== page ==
In This Article Expand or collapse the "in this article" section Gangs, Peers, and Co-offending

  • Introduction
  • General Overviews
  • Classic Readings
  • Anthologies
  • Defining Gangs
  • Measuring the “Gang Problem”
  • The Uniqueness of “Gangs” and “Gang Members”
  • Gender and Gangs
  • Joining and Membership
  • Drugs and Gangs
  • Homicide and Gangs
  • International Comparative Approaches
  • Anti-gang Programs and Policies

Criminology Gangs, Peers, and Co-offending
Terrance J. Taylor
  • LAST REVIEWED: 24 July 2019
  • LAST MODIFIED: 14 December 2009
  • DOI: 10.1093/obo/9780195396607-0028


Gangs and peers have received considerable attention from both researchers and practitioners. Less research exists, however, on the nature or extent of co-offending. By definition, gangs involve multiple individuals (the exact number of individuals it takes to constitute a gang is a hotly debated topic), typically of a similar age and/or shared experience, who may or may not co-offend (again, an important area of dissention). Although the coverage of gangs is quite varied, the following references highlight some of the major topical areas, such as defining and measuring gangs and gang membership, the nature and scope of the gang problem, how and why gangs develop, and the types of activities they are involved in. The seminal piece of gang research was first written in 1927 (see Classic Readings). The 1950s and 1960s then saw a flurry of theoretical approaches (see Classic Readings).

General Overviews

Several general texts are available from the top scholars on gangs. Early works (see Classic Readings) developed a rich framework for understanding the nature of different gangs and gang processes. More recent works, such as those by Klein 1997, Klein and Maxson 2006, and Spergel 1995 provide overviews of research and policy developed since the initial works. Other studies, such as those by Decker and Van Winkle 1996 and Hagedorn and MacOn 1988 provide rich descriptions of how community and individual factors influence the nature of specific gangs.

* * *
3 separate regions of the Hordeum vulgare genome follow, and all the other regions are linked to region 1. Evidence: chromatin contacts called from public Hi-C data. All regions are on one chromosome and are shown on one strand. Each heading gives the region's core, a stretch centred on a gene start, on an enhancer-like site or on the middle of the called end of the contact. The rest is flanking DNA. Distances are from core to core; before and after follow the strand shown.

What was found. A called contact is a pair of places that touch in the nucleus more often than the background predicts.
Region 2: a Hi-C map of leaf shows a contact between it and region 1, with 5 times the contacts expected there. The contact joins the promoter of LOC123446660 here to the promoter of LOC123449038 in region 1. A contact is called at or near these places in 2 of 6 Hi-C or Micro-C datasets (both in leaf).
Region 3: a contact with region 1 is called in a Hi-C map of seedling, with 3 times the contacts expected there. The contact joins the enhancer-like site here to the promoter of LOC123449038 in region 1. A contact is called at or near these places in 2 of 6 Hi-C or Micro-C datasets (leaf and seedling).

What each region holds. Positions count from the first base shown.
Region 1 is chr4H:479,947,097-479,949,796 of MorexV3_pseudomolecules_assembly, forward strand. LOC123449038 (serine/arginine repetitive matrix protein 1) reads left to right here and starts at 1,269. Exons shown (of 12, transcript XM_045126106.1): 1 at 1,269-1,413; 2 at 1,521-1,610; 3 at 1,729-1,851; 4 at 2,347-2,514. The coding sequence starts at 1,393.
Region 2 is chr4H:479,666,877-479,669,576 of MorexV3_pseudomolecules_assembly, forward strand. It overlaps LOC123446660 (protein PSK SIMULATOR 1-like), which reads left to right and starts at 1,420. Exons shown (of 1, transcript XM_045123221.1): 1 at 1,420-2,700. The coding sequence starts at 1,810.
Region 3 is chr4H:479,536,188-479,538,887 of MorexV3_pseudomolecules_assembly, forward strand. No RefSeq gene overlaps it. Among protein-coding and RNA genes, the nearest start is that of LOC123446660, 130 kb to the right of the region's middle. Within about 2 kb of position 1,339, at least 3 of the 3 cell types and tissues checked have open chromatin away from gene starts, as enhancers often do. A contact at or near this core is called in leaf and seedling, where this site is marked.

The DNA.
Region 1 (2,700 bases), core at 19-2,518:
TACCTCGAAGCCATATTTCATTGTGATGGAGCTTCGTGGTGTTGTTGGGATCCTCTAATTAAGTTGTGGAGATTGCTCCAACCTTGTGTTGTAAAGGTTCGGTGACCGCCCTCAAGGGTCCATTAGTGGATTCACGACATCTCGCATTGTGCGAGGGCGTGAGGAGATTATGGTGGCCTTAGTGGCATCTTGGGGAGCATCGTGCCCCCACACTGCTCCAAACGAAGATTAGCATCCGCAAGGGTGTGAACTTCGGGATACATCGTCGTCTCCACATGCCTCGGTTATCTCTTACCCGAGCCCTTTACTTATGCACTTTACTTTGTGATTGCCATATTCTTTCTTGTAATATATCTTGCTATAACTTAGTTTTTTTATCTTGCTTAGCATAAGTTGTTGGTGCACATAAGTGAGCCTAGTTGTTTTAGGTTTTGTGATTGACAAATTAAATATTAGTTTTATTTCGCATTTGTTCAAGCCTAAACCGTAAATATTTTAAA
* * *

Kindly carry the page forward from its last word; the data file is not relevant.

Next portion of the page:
• Decker, Scott H., and Barrick Van Winkle. 1996. Life in the gang: Family, friends, and violence. New York: Cambridge Univ. Press.

    A book focused on results of interviews with gang members in St. Louis, Missouri. Strongly grounded in theory, this book uses interview transcripts to highlight many of the key issues covered in more general texts.

  • Klein, Malcolm W. 1997. The American street gang: Its nature, prevalence, and control. New York: Oxford Univ. Press.

    An excellent entry point into the world of gang research. Based upon decades of study, the book demonstrates why Klein is often viewed as a “guru” of gang research and policy.

  • Klein, Malcolm W., and Cheryl L. Maxson. 2006. Street gang patterns and policies. New York: Oxford Univ. Press.

    Provides a comprehensive overview of gang research and policies that work (and those that do not work) in addressing gang problems.

  • Hagedorn, John M, and Perry MacOn. 1988. People and folks: Gangs, crime, and the underclass in a rustbelt city, 2d ed. Chicago: Lake View Press.

    Focuses on the structural processes associated with deindustrialization in Milwaukee, Wisconsin. The book presents a critical assessment of other gang studies and an alternative approach to understanding how community decay fosters persistent gang problems.

  • Spergel, Irving A. 1995. The youth gang problem: A community approach. New York: Oxford Univ. Press.

    Examines the youth gang problem from multiple perspectives. Primarily uses a social disorganization approach to explore the role of community institutions as causes (and potential solutions) to the youth gang problem.

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